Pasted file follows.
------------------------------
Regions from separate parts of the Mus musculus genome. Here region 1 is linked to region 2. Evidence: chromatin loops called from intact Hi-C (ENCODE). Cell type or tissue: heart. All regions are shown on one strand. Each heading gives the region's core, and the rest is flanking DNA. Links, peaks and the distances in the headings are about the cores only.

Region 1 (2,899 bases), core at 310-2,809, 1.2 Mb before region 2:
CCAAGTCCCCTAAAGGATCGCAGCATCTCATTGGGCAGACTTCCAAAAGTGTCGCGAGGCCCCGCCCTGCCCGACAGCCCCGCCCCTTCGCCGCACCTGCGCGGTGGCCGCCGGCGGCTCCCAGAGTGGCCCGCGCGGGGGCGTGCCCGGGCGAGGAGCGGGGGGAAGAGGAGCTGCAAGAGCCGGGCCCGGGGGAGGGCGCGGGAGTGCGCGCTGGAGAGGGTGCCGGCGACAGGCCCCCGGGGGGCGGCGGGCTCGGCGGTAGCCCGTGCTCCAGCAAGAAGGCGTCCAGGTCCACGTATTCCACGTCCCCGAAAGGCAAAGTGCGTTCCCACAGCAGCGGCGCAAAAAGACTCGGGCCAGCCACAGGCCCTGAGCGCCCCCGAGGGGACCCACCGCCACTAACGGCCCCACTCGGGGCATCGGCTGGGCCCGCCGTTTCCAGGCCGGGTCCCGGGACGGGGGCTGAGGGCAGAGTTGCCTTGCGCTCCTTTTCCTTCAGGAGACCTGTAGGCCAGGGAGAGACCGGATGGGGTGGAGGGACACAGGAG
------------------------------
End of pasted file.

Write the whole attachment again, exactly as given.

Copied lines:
Regions from separate parts of the Mus musculus genome. Here region 1 is linked to region 2. Evidence: chromatin loops called from intact Hi-C (ENCODE). Cell type or tissue: heart. All regions are shown on one strand. Each heading gives the region's core, and the rest is flanking DNA. Links, peaks and the distances in the headings are about the cores only.

Region 1 (2,899 bases), core at 310-2,809, 1.2 Mb before region 2:
CCAAGTCCCCTAAAGGATCGCAGCATCTCATTGGGCAGACTTCCAAAAGTGTCGCGAGGCCCCGCCCTGCCCGACAGCCCCGCCCCTTCGCCGCACCTGCGCGGTGGCCGCCGGCGGCTCCCAGAGTGGCCCGCGCGGGGGCGTGCCCGGGCGAGGAGCGGGGGGAAGAGGAGCTGCAAGAGCCGGGCCCGGGGGAGGGCGCGGGAGTGCGCGCTGGAGAGGGTGCCGGCGACAGGCCCCCGGGGGGCGGCGGGCTCGGCGGTAGCCCGTGCTCCAGCAAGAAGGCGTCCAGGTCCACGTATTCCACGTCCCCGAAAGGCAAAGTGCGTTCCCACAGCAGCGGCGCAAAAAGACTCGGGCCAGCCACAGGCCCTGAGCGCCCCCGAGGGGACCCACCGCCACTAACGGCCCCACTCGGGGCATCGGCTGGGCCCGCCGTTTCCAGGCCGGGTCCCGGGACGGGGGCTGAGGGCAGAGTTGCCTTGCGCTCCTTTTCCTTCAGGAGACCTGTAGGCCAGGGAGAGACCGGATGGGGTGGAGGGACACAGGAG